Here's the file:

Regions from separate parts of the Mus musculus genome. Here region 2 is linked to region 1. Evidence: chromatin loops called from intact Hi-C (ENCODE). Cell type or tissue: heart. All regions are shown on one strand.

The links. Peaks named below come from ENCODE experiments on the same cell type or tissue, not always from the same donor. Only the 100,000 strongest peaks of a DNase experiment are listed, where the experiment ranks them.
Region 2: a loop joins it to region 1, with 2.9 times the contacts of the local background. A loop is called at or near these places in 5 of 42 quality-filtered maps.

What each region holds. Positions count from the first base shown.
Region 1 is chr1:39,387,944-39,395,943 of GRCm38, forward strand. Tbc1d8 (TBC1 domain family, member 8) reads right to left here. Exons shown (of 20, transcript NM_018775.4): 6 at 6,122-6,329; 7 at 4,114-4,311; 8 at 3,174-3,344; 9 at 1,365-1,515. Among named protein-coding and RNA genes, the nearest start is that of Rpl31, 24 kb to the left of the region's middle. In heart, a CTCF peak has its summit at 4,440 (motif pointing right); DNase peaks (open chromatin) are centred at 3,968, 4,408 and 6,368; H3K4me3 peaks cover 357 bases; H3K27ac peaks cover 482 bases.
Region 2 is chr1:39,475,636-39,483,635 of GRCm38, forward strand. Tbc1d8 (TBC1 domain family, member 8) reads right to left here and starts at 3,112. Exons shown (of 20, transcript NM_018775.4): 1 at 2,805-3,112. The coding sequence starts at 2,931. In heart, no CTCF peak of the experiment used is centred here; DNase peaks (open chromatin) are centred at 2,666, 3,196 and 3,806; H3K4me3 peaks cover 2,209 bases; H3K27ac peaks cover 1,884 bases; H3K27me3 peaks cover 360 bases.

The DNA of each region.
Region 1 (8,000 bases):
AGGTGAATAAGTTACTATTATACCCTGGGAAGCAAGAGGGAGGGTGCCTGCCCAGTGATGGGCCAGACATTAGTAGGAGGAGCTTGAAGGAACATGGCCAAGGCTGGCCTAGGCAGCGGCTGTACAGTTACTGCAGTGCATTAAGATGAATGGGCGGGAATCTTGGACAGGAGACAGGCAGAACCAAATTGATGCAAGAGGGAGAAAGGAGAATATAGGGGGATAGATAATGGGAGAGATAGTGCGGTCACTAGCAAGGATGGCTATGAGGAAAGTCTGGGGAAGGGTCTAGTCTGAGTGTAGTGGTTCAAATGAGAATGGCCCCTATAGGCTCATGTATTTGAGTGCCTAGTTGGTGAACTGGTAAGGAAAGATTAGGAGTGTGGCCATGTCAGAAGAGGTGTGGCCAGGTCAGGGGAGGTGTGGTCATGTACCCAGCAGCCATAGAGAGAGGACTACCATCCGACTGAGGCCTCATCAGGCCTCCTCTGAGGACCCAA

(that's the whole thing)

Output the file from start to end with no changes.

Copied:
Regions from separate parts of the Mus musculus genome. Here region 2 is linked to region 1. Evidence: chromatin loops called from intact Hi-C (ENCODE). Cell type or tissue: heart. All regions are shown on one strand.

The links. Peaks named below come from ENCODE experiments on the same cell type or tissue, not always from the same donor. Only the 100,000 strongest peaks of a DNase experiment are listed, where the experiment ranks them.
Region 2: a loop joins it to region 1, with 2.9 times the contacts of the local background. A loop is called at or near these places in 5 of 42 quality-filtered maps.

What each region holds. Positions count from the first base shown.
Region 1 is chr1:39,387,944-39,395,943 of GRCm38, forward strand. Tbc1d8 (TBC1 domain family, member 8) reads right to left here. Exons shown (of 20, transcript NM_018775.4): 6 at 6,122-6,329; 7 at 4,114-4,311; 8 at 3,174-3,344; 9 at 1,365-1,515. Among named protein-coding and RNA genes, the nearest start is that of Rpl31, 24 kb to the left of the region's middle. In heart, a CTCF peak has its summit at 4,440 (motif pointing right); DNase peaks (open chromatin) are centred at 3,968, 4,408 and 6,368; H3K4me3 peaks cover 357 bases; H3K27ac peaks cover 482 bases.
Region 2 is chr1:39,475,636-39,483,635 of GRCm38, forward strand. Tbc1d8 (TBC1 domain family, member 8) reads right to left here and starts at 3,112. Exons shown (of 20, transcript NM_018775.4): 1 at 2,805-3,112. The coding sequence starts at 2,931. In heart, no CTCF peak of the experiment used is centred here; DNase peaks (open chromatin) are centred at 2,666, 3,196 and 3,806; H3K4me3 peaks cover 2,209 bases; H3K27ac peaks cover 1,884 bases; H3K27me3 peaks cover 360 bases.

The DNA of each region.
Region 1 (8,000 bases):
AGGTGAATAAGTTACTATTATACCCTGGGAAGCAAGAGGGAGGGTGCCTGCCCAGTGATGGGCCAGACATTAGTAGGAGGAGCTTGAAGGAACATGGCCAAGGCTGGCCTAGGCAGCGGCTGTACAGTTACTGCAGTGCATTAAGATGAATGGGCGGGAATCTTGGACAGGAGACAGGCAGAACCAAATTGATGCAAGAGGGAGAAAGGAGAATATAGGGGGATAGATAATGGGAGAGATAGTGCGGTCACTAGCAAGGATGGCTATGAGGAAAGTCTGGGGAAGGGTCTAGTCTGAGTGTAGTGGTTCAAATGAGAATGGCCCCTATAGGCTCATGTATTTGAGTGCCTAGTTGGTGAACTGGTAAGGAAAGATTAGGAGTGTGGCCATGTCAGAAGAGGTGTGGCCAGGTCAGGGGAGGTGTGGTCATGTACCCAGCAGCCATAGAGAGAGGACTACCATCCGACTGAGGCCTCATCAGGCCTCCTCTGAGGACCCAA